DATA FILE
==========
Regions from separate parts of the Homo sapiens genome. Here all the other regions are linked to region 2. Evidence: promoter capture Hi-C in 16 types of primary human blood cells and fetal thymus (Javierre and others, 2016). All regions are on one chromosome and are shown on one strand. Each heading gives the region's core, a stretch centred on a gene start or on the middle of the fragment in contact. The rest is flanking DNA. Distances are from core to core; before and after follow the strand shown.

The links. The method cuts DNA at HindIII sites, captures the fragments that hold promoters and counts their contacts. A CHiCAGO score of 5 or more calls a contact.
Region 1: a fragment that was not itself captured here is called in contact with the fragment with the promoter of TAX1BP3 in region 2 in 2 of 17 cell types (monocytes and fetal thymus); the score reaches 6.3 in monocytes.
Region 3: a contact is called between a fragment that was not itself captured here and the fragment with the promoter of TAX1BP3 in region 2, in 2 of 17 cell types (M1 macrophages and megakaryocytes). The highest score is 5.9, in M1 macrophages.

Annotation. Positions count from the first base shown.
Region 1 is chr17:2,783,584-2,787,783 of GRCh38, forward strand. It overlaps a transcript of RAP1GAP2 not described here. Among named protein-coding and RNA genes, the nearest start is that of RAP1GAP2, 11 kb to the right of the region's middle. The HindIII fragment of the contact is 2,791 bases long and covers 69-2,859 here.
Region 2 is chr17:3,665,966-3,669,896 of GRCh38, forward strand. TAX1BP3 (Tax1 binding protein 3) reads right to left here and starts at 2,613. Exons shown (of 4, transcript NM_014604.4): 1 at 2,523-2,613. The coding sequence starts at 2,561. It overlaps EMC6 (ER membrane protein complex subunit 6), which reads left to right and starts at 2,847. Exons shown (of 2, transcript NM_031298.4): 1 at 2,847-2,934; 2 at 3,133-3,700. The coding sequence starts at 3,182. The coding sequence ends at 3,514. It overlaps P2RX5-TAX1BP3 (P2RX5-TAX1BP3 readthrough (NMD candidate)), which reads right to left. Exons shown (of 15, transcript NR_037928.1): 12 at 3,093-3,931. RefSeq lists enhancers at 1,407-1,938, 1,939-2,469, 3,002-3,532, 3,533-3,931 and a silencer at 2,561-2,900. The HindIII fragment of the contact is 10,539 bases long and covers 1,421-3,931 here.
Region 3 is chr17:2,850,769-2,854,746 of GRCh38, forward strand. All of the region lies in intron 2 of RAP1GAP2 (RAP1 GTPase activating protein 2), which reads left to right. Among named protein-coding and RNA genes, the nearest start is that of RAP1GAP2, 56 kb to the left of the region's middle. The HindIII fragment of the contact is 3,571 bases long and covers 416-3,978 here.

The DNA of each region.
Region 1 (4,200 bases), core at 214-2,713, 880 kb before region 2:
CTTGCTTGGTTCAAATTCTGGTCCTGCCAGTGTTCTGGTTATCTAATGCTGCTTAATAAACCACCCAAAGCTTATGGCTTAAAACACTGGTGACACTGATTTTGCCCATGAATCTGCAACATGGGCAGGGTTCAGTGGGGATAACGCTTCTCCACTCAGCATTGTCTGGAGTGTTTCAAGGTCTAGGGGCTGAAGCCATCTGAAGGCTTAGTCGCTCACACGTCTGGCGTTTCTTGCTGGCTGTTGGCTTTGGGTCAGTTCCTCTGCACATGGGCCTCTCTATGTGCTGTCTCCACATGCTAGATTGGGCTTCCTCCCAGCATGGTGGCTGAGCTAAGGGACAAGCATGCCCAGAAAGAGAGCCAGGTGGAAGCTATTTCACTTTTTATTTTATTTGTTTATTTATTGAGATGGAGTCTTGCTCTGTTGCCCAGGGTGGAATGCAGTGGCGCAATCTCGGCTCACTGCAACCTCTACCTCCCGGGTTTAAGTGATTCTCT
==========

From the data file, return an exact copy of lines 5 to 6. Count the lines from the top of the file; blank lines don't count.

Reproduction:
Annotation. Positions count from the first base shown.
Region 1 is chr17:2,783,584-2,787,783 of GRCh38, forward strand. It overlaps a transcript of RAP1GAP2 not described here. Among named protein-coding and RNA genes, the nearest start is that of RAP1GAP2, 11 kb to the right of the region's middle. The HindIII fragment of the contact is 2,791 bases long and covers 69-2,859 here.